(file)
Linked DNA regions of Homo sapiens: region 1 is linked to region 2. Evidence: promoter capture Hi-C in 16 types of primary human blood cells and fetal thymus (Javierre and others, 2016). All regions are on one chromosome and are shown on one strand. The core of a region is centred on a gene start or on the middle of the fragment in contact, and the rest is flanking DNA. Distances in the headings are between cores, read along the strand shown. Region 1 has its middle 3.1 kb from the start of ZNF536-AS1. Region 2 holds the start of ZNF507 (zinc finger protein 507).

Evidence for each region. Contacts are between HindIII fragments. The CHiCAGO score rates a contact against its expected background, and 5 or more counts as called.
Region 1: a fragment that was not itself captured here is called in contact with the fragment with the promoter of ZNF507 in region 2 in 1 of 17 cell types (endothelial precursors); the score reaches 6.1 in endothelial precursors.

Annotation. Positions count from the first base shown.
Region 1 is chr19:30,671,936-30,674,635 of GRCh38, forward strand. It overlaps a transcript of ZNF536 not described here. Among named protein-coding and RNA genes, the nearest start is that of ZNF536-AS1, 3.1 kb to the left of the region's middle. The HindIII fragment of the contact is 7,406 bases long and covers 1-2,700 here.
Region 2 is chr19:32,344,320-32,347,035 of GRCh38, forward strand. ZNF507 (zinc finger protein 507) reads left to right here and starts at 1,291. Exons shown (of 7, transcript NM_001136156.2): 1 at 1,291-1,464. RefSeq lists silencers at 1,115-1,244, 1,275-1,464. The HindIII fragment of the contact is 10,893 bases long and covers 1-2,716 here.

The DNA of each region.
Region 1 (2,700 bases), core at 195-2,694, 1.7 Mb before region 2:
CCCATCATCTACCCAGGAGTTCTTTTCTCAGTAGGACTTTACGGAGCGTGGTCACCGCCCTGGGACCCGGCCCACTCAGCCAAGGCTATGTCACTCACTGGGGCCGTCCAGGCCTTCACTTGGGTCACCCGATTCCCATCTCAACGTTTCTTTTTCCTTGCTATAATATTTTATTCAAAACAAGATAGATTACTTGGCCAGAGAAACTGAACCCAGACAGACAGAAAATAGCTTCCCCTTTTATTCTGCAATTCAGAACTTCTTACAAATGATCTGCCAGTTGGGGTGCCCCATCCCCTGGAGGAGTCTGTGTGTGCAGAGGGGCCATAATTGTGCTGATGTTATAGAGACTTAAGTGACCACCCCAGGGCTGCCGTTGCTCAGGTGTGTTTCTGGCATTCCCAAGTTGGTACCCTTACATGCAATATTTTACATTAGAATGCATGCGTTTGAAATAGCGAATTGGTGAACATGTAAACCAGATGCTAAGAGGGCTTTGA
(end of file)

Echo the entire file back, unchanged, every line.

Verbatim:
Linked DNA regions of Homo sapiens: region 1 is linked to region 2. Evidence: promoter capture Hi-C in 16 types of primary human blood cells and fetal thymus (Javierre and others, 2016). All regions are on one chromosome and are shown on one strand. The core of a region is centred on a gene start or on the middle of the fragment in contact, and the rest is flanking DNA. Distances in the headings are between cores, read along the strand shown. Region 1 has its middle 3.1 kb from the start of ZNF536-AS1. Region 2 holds the start of ZNF507 (zinc finger protein 507).

Evidence for each region. Contacts are between HindIII fragments. The CHiCAGO score rates a contact against its expected background, and 5 or more counts as called.
Region 1: a fragment that was not itself captured here is called in contact with the fragment with the promoter of ZNF507 in region 2 in 1 of 17 cell types (endothelial precursors); the score reaches 6.1 in endothelial precursors.

Annotation. Positions count from the first base shown.
Region 1 is chr19:30,671,936-30,674,635 of GRCh38, forward strand. It overlaps a transcript of ZNF536 not described here. Among named protein-coding and RNA genes, the nearest start is that of ZNF536-AS1, 3.1 kb to the left of the region's middle. The HindIII fragment of the contact is 7,406 bases long and covers 1-2,700 here.
Region 2 is chr19:32,344,320-32,347,035 of GRCh38, forward strand. ZNF507 (zinc finger protein 507) reads left to right here and starts at 1,291. Exons shown (of 7, transcript NM_001136156.2): 1 at 1,291-1,464. RefSeq lists silencers at 1,115-1,244, 1,275-1,464. The HindIII fragment of the contact is 10,893 bases long and covers 1-2,716 here.

The DNA of each region.
Region 1 (2,700 bases), core at 195-2,694, 1.7 Mb before region 2:
CCCATCATCTACCCAGGAGTTCTTTTCTCAGTAGGACTTTACGGAGCGTGGTCACCGCCCTGGGACCCGGCCCACTCAGCCAAGGCTATGTCACTCACTGGGGCCGTCCAGGCCTTCACTTGGGTCACCCGATTCCCATCTCAACGTTTCTTTTTCCTTGCTATAATATTTTATTCAAAACAAGATAGATTACTTGGCCAGAGAAACTGAACCCAGACAGACAGAAAATAGCTTCCCCTTTTATTCTGCAATTCAGAACTTCTTACAAATGATCTGCCAGTTGGGGTGCCCCATCCCCTGGAGGAGTCTGTGTGTGCAGAGGGGCCATAATTGTGCTGATGTTATAGAGACTTAAGTGACCACCCCAGGGCTGCCGTTGCTCAGGTGTGTTTCTGGCATTCCCAAGTTGGTACCCTTACATGCAATATTTTACATTAGAATGCATGCGTTTGAAATAGCGAATTGGTGAACATGTAAACCAGATGCTAAGAGGGCTTTGA